HATTIESBURG, MS (WDAM) - The following is a news release from the University of Southern Mississippi.
Research in the development of spatial insect repellents continues to be of paramount importance as insect-transmitted diseases remain a threat wherever mosquito populations exist.
Dr. Paige Buchanan, associate professor in the Department of Chemistry and Biochemistry at The University of Southern Mississippi, has been working with the Army on topics related to the development and application of spatial insect repellents. A spatial repellent relies on a significant concentration of the repellent in the vapor phase to "repel" mosquitoes.
Although active military personnel and travelers to tropical environments may be more at risk, no area is immune. Along with classical methods to prevent exposure, such as the use of window screens and bed nets, protective garments and the disciplined use of skin and textile repellents are universally considered the best means of defense against mosquito-borne illnesses. Spatial repellents may be synthetic in nature or plant-derived essential oils, such as DEET and oil of lemon eucalyptus.
In conversations with Army collaborators, Buchanan discovered that there is a lack of experimental methods to probe the efficacy of spatial repellents when applied to textiles, such as tents and clothing.
Buchanan, a physical organic chemist, is working with collaborator Dr. Donald Yee, associate professor of biological sciences at Southern Miss, to develop new testing methodologies, which if successful, will produce a new standard assessment protocol for spatial repellent treated textiles.
"We want to answer the important questions of 'how much repellent to apply and in what form; how long does it remain active; in what real-life environments can it be tested; and applied to which substrates?" said Buchanan. Her new grant: "Development, Verification, and Validation of Spatial repellent Test Methods" seeks to systematically explore these questions.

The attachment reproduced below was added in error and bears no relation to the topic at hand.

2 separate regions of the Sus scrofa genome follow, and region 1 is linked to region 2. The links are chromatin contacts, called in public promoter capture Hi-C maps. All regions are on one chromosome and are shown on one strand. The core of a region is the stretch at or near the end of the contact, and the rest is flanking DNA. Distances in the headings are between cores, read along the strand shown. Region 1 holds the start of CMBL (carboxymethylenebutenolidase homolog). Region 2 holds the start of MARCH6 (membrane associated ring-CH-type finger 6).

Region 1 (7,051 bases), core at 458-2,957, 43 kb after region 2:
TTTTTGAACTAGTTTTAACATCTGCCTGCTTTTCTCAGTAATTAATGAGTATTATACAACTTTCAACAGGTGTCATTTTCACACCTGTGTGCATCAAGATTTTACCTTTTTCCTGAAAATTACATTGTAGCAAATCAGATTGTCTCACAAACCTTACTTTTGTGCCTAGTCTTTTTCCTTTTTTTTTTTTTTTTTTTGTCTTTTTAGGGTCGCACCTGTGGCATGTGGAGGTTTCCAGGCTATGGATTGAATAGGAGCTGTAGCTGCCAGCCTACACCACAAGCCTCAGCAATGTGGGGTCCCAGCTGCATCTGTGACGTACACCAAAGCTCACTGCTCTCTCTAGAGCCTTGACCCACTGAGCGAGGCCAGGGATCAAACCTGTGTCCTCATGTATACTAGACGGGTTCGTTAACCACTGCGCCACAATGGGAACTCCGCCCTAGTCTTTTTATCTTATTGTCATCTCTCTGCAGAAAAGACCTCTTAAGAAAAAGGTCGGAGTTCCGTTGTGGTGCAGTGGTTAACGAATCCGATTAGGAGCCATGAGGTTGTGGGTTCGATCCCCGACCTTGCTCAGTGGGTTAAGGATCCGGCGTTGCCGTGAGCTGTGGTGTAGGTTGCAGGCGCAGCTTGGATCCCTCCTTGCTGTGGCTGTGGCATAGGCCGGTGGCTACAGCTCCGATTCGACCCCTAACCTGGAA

"Most of us have used spatial repellents. Mosquitoes are a persistent problem, as we go through the woods or sit in our yards, spraying DEET. It's still a persistent problem," said Buchanan. "The best way to avoid mosquito-borne illnesses is to not be in contact with the mosquito in the first place."
Buchanan said that she is pleased to have assembled a multidisciplinary group of faculty researchers and students from chemistry, biology, computer science, and engineering disciplines to work on the project. "In order to achieve a big project, it takes all kinds of people," she said.
At the end of the two-year program, Buchanan and her group will present a new instrumentation suite to the U.S. Army that will provide information concerning the efficacy of spatial repellents on various textiles, when placed in simulated real-world environments.
"It is my hope of course that we succeed. I hope to develop and deliver an instrument used by the Army that will become their new standard test method," said Dr. Buchanan.
Buchanan has been a member of the Southern Miss faculty for 10 years. When asked what she enjoys most about her job, Buchanan said, "Working with students, because they keep me young." She also mentions that she loves to see her students grow and evolve, and every project opportunity that she has been involved in, she lets them get the experience as well.